The number of United States advisers increased further in mid- 1983 when the United States and Honduras approved a new training agreement as an amendment to the 1954 military assistance agreement. The two countries constructed a military training facility, near Puerto Castilla on the Caribbean coast, at a cost of some US$250,000. The primary purpose of this facility, called the Regional Center for Military Training (Centro Regional de Entrenamiento Militar--CREM), was to train Salvadoran ground forces, although Hondurans also received training. The center initially had about 125 United States Army Special Forces personnel, raising the total number of trainers in the country to approximately 270 in July 1983.
Although CREM closed in 1985, United States military advisers remained. Between 1983 and 1993, the United States and Honduras have carried out an almost continuous string of joint military maneuvers on Honduran soil. To facilitate the maneuvers and strengthen Honduras's military infrastructure, the Honduran government has built a network of roads, improved ports, and constructed additional airfields.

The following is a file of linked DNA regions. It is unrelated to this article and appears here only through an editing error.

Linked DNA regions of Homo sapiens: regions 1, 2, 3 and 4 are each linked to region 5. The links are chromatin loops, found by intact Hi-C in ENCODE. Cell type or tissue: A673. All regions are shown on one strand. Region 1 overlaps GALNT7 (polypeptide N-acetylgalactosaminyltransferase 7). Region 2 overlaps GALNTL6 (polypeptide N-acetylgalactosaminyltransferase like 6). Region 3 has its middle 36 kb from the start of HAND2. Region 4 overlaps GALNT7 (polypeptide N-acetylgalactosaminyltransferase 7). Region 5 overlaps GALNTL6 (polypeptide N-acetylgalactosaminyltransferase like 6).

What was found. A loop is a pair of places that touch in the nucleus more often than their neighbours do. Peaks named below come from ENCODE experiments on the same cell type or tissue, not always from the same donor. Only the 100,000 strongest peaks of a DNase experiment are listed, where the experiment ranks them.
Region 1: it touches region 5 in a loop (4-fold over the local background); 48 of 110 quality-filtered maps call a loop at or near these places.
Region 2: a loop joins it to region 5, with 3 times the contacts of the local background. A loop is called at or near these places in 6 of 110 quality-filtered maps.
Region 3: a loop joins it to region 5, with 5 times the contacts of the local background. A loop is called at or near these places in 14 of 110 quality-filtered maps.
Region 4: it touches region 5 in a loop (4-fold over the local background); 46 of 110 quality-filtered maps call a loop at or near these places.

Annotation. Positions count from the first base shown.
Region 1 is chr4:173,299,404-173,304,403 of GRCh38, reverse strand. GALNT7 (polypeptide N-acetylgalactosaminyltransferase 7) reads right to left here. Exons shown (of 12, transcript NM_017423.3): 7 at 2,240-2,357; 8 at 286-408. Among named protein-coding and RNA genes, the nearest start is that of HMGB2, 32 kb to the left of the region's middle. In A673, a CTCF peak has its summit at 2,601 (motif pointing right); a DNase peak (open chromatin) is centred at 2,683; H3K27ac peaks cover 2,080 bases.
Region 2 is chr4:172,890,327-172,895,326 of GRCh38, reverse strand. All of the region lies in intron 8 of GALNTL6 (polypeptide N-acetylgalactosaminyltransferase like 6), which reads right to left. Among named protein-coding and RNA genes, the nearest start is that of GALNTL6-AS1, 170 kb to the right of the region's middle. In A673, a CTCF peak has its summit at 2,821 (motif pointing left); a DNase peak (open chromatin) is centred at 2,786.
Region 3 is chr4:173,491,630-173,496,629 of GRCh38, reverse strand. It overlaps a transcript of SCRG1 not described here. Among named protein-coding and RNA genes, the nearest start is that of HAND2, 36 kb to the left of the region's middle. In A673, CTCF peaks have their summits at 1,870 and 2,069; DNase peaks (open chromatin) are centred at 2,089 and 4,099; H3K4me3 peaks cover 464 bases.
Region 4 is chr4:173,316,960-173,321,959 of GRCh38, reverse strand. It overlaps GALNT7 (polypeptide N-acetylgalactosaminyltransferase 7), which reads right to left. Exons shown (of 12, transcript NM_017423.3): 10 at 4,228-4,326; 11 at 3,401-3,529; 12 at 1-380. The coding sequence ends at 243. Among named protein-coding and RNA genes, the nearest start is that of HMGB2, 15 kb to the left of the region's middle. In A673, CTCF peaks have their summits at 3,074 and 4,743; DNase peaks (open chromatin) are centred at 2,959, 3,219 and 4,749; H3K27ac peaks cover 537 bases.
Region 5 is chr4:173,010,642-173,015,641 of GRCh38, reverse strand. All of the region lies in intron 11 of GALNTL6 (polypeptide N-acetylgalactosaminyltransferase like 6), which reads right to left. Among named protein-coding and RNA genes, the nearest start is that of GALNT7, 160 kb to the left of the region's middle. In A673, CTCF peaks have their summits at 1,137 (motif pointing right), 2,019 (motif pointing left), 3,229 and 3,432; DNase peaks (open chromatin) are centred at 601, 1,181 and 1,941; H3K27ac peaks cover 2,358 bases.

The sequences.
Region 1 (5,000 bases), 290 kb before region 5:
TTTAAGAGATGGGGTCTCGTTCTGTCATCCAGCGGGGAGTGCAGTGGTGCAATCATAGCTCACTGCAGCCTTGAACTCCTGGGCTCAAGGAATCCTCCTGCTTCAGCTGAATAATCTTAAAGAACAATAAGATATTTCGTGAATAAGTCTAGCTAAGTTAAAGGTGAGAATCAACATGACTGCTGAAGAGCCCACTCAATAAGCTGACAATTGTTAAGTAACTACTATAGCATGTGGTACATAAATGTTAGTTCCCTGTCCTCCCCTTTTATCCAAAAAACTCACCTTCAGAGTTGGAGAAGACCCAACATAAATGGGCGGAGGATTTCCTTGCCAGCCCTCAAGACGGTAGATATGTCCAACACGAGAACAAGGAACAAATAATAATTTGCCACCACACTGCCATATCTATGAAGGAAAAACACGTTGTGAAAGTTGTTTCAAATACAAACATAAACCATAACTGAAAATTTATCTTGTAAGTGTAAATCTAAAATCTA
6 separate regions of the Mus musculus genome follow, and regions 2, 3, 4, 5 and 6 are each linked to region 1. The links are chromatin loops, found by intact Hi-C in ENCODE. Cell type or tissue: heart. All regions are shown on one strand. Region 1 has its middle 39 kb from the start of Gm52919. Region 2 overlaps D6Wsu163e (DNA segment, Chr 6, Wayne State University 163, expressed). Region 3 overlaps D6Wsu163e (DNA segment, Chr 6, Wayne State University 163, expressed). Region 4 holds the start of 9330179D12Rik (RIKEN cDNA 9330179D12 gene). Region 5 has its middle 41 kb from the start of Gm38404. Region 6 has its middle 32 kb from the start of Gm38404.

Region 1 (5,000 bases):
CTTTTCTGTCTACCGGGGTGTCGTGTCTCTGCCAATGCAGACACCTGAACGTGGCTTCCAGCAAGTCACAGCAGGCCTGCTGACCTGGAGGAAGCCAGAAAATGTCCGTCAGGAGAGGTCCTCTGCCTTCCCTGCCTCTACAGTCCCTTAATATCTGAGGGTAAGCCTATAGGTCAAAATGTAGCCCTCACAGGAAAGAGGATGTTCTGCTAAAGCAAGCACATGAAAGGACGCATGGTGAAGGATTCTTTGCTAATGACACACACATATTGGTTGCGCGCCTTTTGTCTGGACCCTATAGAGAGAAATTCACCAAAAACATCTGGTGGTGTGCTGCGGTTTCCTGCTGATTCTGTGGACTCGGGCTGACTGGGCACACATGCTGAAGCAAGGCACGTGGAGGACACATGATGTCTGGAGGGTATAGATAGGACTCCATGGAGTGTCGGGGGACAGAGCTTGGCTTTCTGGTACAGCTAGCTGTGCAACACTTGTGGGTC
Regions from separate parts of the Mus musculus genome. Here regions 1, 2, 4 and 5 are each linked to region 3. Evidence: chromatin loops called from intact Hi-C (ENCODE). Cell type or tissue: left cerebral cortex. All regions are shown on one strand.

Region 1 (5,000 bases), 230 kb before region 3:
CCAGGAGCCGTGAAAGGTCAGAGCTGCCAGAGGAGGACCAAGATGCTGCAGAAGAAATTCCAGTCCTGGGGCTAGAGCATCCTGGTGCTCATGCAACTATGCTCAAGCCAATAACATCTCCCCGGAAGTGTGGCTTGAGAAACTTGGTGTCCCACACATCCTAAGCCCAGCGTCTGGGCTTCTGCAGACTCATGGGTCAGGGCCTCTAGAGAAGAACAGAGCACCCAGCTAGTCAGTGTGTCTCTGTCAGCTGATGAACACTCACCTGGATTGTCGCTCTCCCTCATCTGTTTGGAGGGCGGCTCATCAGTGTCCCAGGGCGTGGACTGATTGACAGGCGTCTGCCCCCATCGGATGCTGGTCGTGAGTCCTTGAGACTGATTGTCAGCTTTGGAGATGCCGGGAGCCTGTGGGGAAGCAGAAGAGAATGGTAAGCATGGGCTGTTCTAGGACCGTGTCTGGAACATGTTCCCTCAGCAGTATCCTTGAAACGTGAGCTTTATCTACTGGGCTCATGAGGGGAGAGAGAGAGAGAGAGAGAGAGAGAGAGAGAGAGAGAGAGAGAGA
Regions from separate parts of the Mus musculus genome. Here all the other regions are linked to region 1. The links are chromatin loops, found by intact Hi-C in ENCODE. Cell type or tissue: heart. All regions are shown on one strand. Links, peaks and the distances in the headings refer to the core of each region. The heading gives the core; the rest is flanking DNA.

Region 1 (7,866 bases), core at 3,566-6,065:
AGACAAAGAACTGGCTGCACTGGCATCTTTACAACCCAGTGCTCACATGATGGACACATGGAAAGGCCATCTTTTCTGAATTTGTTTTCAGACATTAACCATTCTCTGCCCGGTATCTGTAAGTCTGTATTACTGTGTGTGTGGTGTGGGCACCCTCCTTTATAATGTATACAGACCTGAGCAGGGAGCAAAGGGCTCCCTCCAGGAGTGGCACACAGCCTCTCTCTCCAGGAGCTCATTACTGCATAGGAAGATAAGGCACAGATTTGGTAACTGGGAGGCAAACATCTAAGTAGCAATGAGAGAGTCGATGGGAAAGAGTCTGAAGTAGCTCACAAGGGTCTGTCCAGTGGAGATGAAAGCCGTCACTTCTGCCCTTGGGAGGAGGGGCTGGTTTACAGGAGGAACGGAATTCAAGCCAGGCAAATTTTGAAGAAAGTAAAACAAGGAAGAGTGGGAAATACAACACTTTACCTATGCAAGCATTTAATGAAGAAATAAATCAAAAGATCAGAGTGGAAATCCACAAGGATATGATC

Between August 1983 and February 1984, United States forces carried out Big Pine II, a considerably more extensive military exercise than the earlier Big Pine maneuvers, involving up to 5,000 United States military personnel. Extensive naval maneuvers involved two United States Navy aircraft carrier task forces, another task force led by the battleship U.S.S. New Jersey, and a landing by the United States Marines on the Caribbean coast during portions of the exercises. The purpose, according to a senior United States official, was to demonstrate the ability of United States military forces to operate in Central America and to persuade the Sandinista government of Nicaragua to desist from fomenting insurrection in the region.
A simulated defense of Honduras from a mock Nicaraguan invasion was staged between February and May 1985. Called Big Pine III and Universal Trek, the military exercises involved thirty-nine United States warships, as well as 7,000 United States troops and 5,000 Honduran troops. The exercises, which featured a massive amphibious landing on the northeastern coast of Honduras, were the most intricate peacetime military maneuvers the United States ever carried out in Central America. The war games prompted concern among some Hondurans that their country's national sovereignty was being compromised and that the Honduran people might be pushed unwillingly into a regional war. Honduran trade unions organized demonstrations that called for the withdrawal of United States troops.